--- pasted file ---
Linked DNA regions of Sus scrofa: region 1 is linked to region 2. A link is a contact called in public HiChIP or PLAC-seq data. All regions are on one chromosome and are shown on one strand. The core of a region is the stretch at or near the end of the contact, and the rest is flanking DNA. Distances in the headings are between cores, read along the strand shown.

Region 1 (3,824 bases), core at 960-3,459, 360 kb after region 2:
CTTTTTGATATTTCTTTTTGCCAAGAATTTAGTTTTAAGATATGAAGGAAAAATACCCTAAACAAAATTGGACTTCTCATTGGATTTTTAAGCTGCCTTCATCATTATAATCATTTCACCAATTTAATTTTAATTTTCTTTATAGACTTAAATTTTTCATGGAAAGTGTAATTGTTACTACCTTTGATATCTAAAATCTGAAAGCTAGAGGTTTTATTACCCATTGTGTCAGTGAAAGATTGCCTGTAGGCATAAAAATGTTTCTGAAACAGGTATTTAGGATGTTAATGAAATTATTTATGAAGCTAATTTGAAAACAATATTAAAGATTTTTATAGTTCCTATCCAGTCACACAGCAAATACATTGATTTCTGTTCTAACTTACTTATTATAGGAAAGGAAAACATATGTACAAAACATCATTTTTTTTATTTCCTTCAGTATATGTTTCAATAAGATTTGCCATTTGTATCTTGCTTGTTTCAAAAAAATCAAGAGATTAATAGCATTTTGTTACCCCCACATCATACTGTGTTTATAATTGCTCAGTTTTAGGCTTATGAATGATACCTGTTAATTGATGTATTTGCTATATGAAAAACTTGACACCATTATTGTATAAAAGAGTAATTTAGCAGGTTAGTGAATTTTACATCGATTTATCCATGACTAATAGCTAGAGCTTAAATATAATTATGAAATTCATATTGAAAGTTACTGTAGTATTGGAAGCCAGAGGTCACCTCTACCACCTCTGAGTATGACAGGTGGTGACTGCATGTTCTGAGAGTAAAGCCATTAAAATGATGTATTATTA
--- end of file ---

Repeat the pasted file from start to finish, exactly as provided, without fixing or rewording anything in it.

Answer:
Linked DNA regions of Sus scrofa: region 1 is linked to region 2. A link is a contact called in public HiChIP or PLAC-seq data. All regions are on one chromosome and are shown on one strand. The core of a region is the stretch at or near the end of the contact, and the rest is flanking DNA. Distances in the headings are between cores, read along the strand shown.

Region 1 (3,824 bases), core at 960-3,459, 360 kb after region 2:
CTTTTTGATATTTCTTTTTGCCAAGAATTTAGTTTTAAGATATGAAGGAAAAATACCCTAAACAAAATTGGACTTCTCATTGGATTTTTAAGCTGCCTTCATCATTATAATCATTTCACCAATTTAATTTTAATTTTCTTTATAGACTTAAATTTTTCATGGAAAGTGTAATTGTTACTACCTTTGATATCTAAAATCTGAAAGCTAGAGGTTTTATTACCCATTGTGTCAGTGAAAGATTGCCTGTAGGCATAAAAATGTTTCTGAAACAGGTATTTAGGATGTTAATGAAATTATTTATGAAGCTAATTTGAAAACAATATTAAAGATTTTTATAGTTCCTATCCAGTCACACAGCAAATACATTGATTTCTGTTCTAACTTACTTATTATAGGAAAGGAAAACATATGTACAAAACATCATTTTTTTTATTTCCTTCAGTATATGTTTCAATAAGATTTGCCATTTGTATCTTGCTTGTTTCAAAAAAATCAAGAGATTAATAGCATTTTGTTACCCCCACATCATACTGTGTTTATAATTGCTCAGTTTTAGGCTTATGAATGATACCTGTTAATTGATGTATTTGCTATATGAAAAACTTGACACCATTATTGTATAAAAGAGTAATTTAGCAGGTTAGTGAATTTTACATCGATTTATCCATGACTAATAGCTAGAGCTTAAATATAATTATGAAATTCATATTGAAAGTTACTGTAGTATTGGAAGCCAGAGGTCACCTCTACCACCTCTGAGTATGACAGGTGGTGACTGCATGTTCTGAGAGTAAAGCCATTAAAATGATGTATTATTA